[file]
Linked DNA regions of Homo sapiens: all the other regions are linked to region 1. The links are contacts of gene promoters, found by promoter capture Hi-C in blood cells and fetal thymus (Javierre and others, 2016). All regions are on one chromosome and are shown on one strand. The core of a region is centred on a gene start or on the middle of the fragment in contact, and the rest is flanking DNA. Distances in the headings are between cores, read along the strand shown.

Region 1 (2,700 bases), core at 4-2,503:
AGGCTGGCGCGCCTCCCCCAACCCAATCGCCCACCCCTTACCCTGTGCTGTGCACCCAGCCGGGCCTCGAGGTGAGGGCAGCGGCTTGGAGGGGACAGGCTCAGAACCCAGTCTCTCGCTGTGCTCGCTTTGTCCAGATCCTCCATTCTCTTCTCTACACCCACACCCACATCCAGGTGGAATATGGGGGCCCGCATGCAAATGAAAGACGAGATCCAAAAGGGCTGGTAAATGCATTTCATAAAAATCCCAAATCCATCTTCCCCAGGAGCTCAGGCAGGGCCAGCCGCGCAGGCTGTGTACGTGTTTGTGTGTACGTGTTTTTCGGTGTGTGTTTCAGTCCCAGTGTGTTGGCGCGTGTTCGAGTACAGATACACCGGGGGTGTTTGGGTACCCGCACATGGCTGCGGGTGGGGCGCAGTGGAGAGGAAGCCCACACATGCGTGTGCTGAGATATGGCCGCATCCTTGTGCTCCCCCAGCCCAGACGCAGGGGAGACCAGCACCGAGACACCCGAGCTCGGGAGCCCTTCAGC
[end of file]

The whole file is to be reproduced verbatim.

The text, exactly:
Linked DNA regions of Homo sapiens: all the other regions are linked to region 1. The links are contacts of gene promoters, found by promoter capture Hi-C in blood cells and fetal thymus (Javierre and others, 2016). All regions are on one chromosome and are shown on one strand. The core of a region is centred on a gene start or on the middle of the fragment in contact, and the rest is flanking DNA. Distances in the headings are between cores, read along the strand shown.

Region 1 (2,700 bases), core at 4-2,503:
AGGCTGGCGCGCCTCCCCCAACCCAATCGCCCACCCCTTACCCTGTGCTGTGCACCCAGCCGGGCCTCGAGGTGAGGGCAGCGGCTTGGAGGGGACAGGCTCAGAACCCAGTCTCTCGCTGTGCTCGCTTTGTCCAGATCCTCCATTCTCTTCTCTACACCCACACCCACATCCAGGTGGAATATGGGGGCCCGCATGCAAATGAAAGACGAGATCCAAAAGGGCTGGTAAATGCATTTCATAAAAATCCCAAATCCATCTTCCCCAGGAGCTCAGGCAGGGCCAGCCGCGCAGGCTGTGTACGTGTTTGTGTGTACGTGTTTTTCGGTGTGTGTTTCAGTCCCAGTGTGTTGGCGCGTGTTCGAGTACAGATACACCGGGGGTGTTTGGGTACCCGCACATGGCTGCGGGTGGGGCGCAGTGGAGAGGAAGCCCACACATGCGTGTGCTGAGATATGGCCGCATCCTTGTGCTCCCCCAGCCCAGACGCAGGGGAGACCAGCACCGAGACACCCGAGCTCGGGAGCCCTTCAGC